Julia is a senior nurse working in the community in Burnley.As a nurse, the least that one can hope to offer in these circumstances is compassionate care but this can be extremely hard to achieve. Our eyes are the only part of our body that patients can see when we are working on the ward. In training we practised ‘smiling with our eyes’ but in truth I have forgotten how to do this. When fully ‘donned’ (protected in our PPE) the best we can do is to use a reassuring tone of voice and a touch of the hand. The wards are brightly lit, stark and very basic. But they are kept meticulously clean by the WASH team. There is no opportunity to monitor patients on anything but an infrequent basis as the teams only go in every few hours—in between times, if a patient dies they must lay until someone routinely calls on the patients, to confirm the death, a task that takes a minimum of 20 minutes.Safety of the staff is the utmost priority and supersedes all other considerations. It is gratifying then when patients are well enough to be ambulant; to be able to see and talk to them over the fence that separates the high risk zone from the staff. Sometimes they sit outside on incongruous plastic patio chairs and we can talk to them without our PPE and this feels a welcome humanising experience in the face of this terrible disease.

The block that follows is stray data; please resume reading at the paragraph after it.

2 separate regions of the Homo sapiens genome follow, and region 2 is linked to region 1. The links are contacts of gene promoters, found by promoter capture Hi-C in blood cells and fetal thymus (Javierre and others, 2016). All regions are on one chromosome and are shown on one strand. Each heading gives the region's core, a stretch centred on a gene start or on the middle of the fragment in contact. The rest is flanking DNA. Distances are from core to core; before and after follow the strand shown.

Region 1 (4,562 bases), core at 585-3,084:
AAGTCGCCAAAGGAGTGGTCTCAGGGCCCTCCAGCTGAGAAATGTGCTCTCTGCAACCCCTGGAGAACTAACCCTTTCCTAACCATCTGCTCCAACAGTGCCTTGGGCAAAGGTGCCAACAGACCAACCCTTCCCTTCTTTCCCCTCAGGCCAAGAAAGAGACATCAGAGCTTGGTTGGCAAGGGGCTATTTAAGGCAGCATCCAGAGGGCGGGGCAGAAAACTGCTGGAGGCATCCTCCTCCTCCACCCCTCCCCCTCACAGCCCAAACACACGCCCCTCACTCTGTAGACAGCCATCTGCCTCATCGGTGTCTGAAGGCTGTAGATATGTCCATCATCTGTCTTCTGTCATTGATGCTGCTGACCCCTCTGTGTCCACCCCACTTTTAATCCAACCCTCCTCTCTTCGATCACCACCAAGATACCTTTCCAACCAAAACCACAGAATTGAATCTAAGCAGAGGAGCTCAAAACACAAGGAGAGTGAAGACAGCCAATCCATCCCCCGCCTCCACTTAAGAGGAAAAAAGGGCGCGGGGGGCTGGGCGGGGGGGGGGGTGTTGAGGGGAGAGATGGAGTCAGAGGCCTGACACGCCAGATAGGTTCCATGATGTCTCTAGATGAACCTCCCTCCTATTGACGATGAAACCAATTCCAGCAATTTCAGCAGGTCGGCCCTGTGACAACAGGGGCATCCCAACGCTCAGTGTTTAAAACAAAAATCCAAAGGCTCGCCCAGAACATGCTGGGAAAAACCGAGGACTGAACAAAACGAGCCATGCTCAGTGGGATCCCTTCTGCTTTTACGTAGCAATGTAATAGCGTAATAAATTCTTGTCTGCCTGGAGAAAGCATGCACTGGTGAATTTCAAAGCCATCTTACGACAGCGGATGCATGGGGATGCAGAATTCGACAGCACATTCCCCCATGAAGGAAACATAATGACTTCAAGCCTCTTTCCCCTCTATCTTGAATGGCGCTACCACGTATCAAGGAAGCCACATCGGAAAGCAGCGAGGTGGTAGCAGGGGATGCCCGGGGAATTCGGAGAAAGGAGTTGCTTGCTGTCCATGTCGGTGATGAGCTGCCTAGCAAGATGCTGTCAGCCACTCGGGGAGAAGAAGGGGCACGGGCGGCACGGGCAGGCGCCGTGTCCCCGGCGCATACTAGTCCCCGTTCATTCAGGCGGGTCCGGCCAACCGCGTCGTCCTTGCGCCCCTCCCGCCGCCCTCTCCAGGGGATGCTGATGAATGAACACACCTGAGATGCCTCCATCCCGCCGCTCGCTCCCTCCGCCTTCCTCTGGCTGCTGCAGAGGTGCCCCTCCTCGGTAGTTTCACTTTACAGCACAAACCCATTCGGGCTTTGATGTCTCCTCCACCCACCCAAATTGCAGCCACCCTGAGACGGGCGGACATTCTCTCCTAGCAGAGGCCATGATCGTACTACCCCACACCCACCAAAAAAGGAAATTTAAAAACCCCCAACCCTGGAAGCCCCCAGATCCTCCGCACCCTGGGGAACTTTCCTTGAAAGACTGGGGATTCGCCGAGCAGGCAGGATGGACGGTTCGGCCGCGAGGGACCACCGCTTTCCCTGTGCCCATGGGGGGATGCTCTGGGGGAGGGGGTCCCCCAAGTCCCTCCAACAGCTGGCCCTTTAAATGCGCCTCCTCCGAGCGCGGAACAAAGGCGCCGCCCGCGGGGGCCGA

Vicki is a paramedic working with the South East Coast Ambulance Service.I have felt so privileged to be involved in the NHS response to the Ebola outbreak in West Africa. It has been an amazing experience clinically and personally. Many of my paramedical clinical skills have been useful to the team, including cannulation, blood taking, intraosseous needle placement and fluid replacement. You never know what you will find in the high-risk zone and the paramedic’s ability to assess and deal with anything from childbirth to pronouncing life extinct has been invaluable.In addition to using my clinical skills, I have used my communications skills in liaising with the community case finding and quarantine teams as a District Ebola Response Coordinator role.The main duties involved are coordinating admissions, discharges and deaths. At our peak, we have had in a day, approximately; 17 admissions, 12 discharges and 8 deaths. This involves a mass of coordinating and liaising between all teams on site, WASH, PSS, labs, warehouse, pharmacy and ambulances, as well as making sure our statistics were reported, along with liaising with surveillance teams, contact tracers, quarantine teams and community holding centre.Being here has been challenging on so many different levels. Working for the ambulance service, I get called to scenes where the medical emergency or traumatic accident has already taken place. We do our best to treat what we can and then we transfer patients for further care, it's such a small snapshot into their lives. Here someone arrives relatively well, we talk, I hear their story. Then their relatives arrive, we talk. Now I know their parents, children, brothers and sisters. I then watch them get sicker and sicker, then some recover slowly and some die. But I know them, I'm emotionally invested and that's hard.